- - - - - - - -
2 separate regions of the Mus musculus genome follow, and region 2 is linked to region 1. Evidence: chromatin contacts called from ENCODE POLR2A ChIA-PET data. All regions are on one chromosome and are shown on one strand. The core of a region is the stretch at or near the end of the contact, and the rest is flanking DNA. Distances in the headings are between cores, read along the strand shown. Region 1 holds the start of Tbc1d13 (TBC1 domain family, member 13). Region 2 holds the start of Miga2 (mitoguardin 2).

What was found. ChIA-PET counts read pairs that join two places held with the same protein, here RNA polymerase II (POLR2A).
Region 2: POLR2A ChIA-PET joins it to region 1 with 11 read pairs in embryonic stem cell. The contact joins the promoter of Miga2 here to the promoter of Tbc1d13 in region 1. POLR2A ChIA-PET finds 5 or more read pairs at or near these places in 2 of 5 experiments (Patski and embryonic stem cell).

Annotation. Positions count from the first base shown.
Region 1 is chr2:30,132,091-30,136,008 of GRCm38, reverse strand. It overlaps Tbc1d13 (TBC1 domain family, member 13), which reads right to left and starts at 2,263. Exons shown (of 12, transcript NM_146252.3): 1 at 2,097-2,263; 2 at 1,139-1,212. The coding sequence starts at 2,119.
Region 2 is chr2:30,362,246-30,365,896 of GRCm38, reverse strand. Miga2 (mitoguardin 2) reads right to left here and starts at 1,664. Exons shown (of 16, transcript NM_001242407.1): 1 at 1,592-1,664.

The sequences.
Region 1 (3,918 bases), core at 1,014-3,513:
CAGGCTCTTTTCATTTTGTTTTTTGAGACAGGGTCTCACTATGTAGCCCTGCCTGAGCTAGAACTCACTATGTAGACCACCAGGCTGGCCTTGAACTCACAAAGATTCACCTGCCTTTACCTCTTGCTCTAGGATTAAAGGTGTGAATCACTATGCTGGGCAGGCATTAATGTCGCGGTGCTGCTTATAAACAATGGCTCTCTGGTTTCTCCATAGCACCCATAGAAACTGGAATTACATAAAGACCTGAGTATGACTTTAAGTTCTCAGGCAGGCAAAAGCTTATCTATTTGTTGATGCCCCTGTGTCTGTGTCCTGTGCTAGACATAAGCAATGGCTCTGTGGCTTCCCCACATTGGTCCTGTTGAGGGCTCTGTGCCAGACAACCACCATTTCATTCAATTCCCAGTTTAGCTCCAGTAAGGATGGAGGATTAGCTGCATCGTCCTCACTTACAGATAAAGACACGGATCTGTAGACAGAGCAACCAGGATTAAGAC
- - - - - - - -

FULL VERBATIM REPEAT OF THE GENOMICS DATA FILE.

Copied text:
2 separate regions of the Mus musculus genome follow, and region 2 is linked to region 1. Evidence: chromatin contacts called from ENCODE POLR2A ChIA-PET data. All regions are on one chromosome and are shown on one strand. The core of a region is the stretch at or near the end of the contact, and the rest is flanking DNA. Distances in the headings are between cores, read along the strand shown. Region 1 holds the start of Tbc1d13 (TBC1 domain family, member 13). Region 2 holds the start of Miga2 (mitoguardin 2).

What was found. ChIA-PET counts read pairs that join two places held with the same protein, here RNA polymerase II (POLR2A).
Region 2: POLR2A ChIA-PET joins it to region 1 with 11 read pairs in embryonic stem cell. The contact joins the promoter of Miga2 here to the promoter of Tbc1d13 in region 1. POLR2A ChIA-PET finds 5 or more read pairs at or near these places in 2 of 5 experiments (Patski and embryonic stem cell).

Annotation. Positions count from the first base shown.
Region 1 is chr2:30,132,091-30,136,008 of GRCm38, reverse strand. It overlaps Tbc1d13 (TBC1 domain family, member 13), which reads right to left and starts at 2,263. Exons shown (of 12, transcript NM_146252.3): 1 at 2,097-2,263; 2 at 1,139-1,212. The coding sequence starts at 2,119.
Region 2 is chr2:30,362,246-30,365,896 of GRCm38, reverse strand. Miga2 (mitoguardin 2) reads right to left here and starts at 1,664. Exons shown (of 16, transcript NM_001242407.1): 1 at 1,592-1,664.

The sequences.
Region 1 (3,918 bases), core at 1,014-3,513:
CAGGCTCTTTTCATTTTGTTTTTTGAGACAGGGTCTCACTATGTAGCCCTGCCTGAGCTAGAACTCACTATGTAGACCACCAGGCTGGCCTTGAACTCACAAAGATTCACCTGCCTTTACCTCTTGCTCTAGGATTAAAGGTGTGAATCACTATGCTGGGCAGGCATTAATGTCGCGGTGCTGCTTATAAACAATGGCTCTCTGGTTTCTCCATAGCACCCATAGAAACTGGAATTACATAAAGACCTGAGTATGACTTTAAGTTCTCAGGCAGGCAAAAGCTTATCTATTTGTTGATGCCCCTGTGTCTGTGTCCTGTGCTAGACATAAGCAATGGCTCTGTGGCTTCCCCACATTGGTCCTGTTGAGGGCTCTGTGCCAGACAACCACCATTTCATTCAATTCCCAGTTTAGCTCCAGTAAGGATGGAGGATTAGCTGCATCGTCCTCACTTACAGATAAAGACACGGATCTGTAGACAGAGCAACCAGGATTAAGAC